Nature-based employment is making a significant contribution to the Scottish economy, amounting to at least 195,000 jobs or 7.5 per cent of Scotland’s workforce in 2019.
A new study from NatureScot also shows the huge opportunity for the blossoming sector to help Scotland secure a green recovery from the coronavirus pandemic and support the transition towards a net-zero economy.
NatureScot’s analysis of nature-based jobs across Scotland identifies for the first time the opportunities and barriers facing the sector, looking at the historic picture as well as forecasting future trends.
The sector grew at more than five times the rate of all jobs in Scotland in the period 2015-19, accounting for one-third of all job growth in Scotland over the period.
Significant further growth in nature-based jobs is anticipated, as efforts to meet Scotland’s net-zero targets increase.
A five-fold increase in peatland restoration, near doubling of tree planting and additional investment in the Woodland and Peatland Carbon Codes, along with other mechanisms for carbon off-setting, all point to an expansion of employment.
Nature-based roles are also expected to develop quickly in emerging areas such as urban green infrastructure and green finance.
The report reveals the great potential for rural and island economies, where most nature-based jobs are located.
Almost a third (30.2 per cent) of new nature-based jobs could arise in island and remote areas, and 62.2 per cent in mainly rural areas – offering potential solutions to the challenges of depopulation and out-migration of working-age people.
A number of barriers to the expansion of nature-based jobs are identified, including skills shortages, access to training opportunities and a need for more stability in the sector.
Diversity in the workforce is another challenge – with low female employment in many fields, an ageing workforce in some sectors and a lack of data on ethnic minority employment.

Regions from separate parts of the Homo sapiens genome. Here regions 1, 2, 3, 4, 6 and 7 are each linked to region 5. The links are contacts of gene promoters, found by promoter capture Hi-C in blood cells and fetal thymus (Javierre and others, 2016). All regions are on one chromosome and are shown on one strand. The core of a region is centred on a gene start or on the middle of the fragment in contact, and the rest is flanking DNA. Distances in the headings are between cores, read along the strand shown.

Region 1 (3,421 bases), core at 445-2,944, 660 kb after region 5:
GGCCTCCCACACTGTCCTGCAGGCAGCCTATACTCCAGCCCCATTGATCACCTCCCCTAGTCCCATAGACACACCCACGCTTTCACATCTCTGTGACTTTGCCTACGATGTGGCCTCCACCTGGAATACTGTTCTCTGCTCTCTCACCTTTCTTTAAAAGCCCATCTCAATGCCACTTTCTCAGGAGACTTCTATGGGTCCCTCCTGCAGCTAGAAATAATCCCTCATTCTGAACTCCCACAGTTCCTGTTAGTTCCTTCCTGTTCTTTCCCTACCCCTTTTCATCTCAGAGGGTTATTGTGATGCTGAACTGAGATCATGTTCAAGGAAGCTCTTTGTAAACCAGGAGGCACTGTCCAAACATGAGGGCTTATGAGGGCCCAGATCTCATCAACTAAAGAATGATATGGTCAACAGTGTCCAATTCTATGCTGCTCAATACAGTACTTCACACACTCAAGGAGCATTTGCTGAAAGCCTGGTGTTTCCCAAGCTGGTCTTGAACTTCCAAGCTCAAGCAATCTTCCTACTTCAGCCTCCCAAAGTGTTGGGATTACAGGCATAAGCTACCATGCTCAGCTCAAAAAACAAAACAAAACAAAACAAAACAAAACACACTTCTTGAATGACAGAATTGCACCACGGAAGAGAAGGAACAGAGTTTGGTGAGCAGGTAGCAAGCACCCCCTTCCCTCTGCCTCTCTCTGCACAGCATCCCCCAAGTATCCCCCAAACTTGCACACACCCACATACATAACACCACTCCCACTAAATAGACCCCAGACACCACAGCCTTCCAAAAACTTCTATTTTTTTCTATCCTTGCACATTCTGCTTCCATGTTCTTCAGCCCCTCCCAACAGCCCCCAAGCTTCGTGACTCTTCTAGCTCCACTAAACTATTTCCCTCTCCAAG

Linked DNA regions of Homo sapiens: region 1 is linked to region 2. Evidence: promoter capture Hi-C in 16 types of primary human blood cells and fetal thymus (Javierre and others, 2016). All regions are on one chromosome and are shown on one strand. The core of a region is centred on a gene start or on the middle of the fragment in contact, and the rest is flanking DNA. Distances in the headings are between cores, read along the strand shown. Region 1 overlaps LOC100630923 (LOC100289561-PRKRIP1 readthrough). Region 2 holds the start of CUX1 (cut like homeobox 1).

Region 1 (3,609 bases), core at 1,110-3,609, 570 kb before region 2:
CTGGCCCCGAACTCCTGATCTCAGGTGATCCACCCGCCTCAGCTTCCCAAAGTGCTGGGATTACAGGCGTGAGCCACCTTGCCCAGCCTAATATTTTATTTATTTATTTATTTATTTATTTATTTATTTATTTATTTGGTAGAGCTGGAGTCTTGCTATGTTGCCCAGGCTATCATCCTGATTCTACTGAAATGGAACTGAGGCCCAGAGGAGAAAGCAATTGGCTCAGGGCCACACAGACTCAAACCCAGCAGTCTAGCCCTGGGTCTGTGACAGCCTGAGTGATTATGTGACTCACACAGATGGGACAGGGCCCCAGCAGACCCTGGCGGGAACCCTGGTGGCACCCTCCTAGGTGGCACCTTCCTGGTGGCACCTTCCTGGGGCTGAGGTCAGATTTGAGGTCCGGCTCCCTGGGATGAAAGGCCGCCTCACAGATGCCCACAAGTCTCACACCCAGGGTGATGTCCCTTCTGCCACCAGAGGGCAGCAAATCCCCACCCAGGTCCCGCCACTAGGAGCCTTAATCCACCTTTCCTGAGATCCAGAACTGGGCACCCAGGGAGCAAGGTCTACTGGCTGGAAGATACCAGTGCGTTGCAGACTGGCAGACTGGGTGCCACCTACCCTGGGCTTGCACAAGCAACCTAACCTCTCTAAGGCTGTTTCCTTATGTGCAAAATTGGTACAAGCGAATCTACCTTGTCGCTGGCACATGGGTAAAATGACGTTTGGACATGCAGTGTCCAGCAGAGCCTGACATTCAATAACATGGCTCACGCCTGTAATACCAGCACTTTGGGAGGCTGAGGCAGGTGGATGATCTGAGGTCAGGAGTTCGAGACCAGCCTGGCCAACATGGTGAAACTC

Environment Secretary Roseanna Cunningham said: “Green skills are wide ranging and will be vital to delivering our ambitions across a variety of sectors – from nature-based tourism to land and environmental management, forestry, green finance, peatland restoration and low-carbon farming.
“Supporting and encouraging these new jobs will provide Scotland with the skills and expertise to be at the forefront of tackling the twin crises of climate change and ecological decline and I strongly welcome this report.”
Francesca Osowska, NatureScot chief executive, said: “This report is a vital step in demonstrating the potential for nature-based jobs to help us build back better as we emerge from this pandemic – ensuring a green recovery and securing a longer-term transition towards a net-zero economy.
“To be blunt. Scotland will not achieve its climate goals without major investment in nature-based solutions, and many of those investments will not happen unless we have a big enough and skilled nature-based workforce in place. This report sets out the potential green jobs powerhouse in the nature-based sector driving growth in the Scottish economy, and what an alliance of organisations need to do to deliver that potential.”
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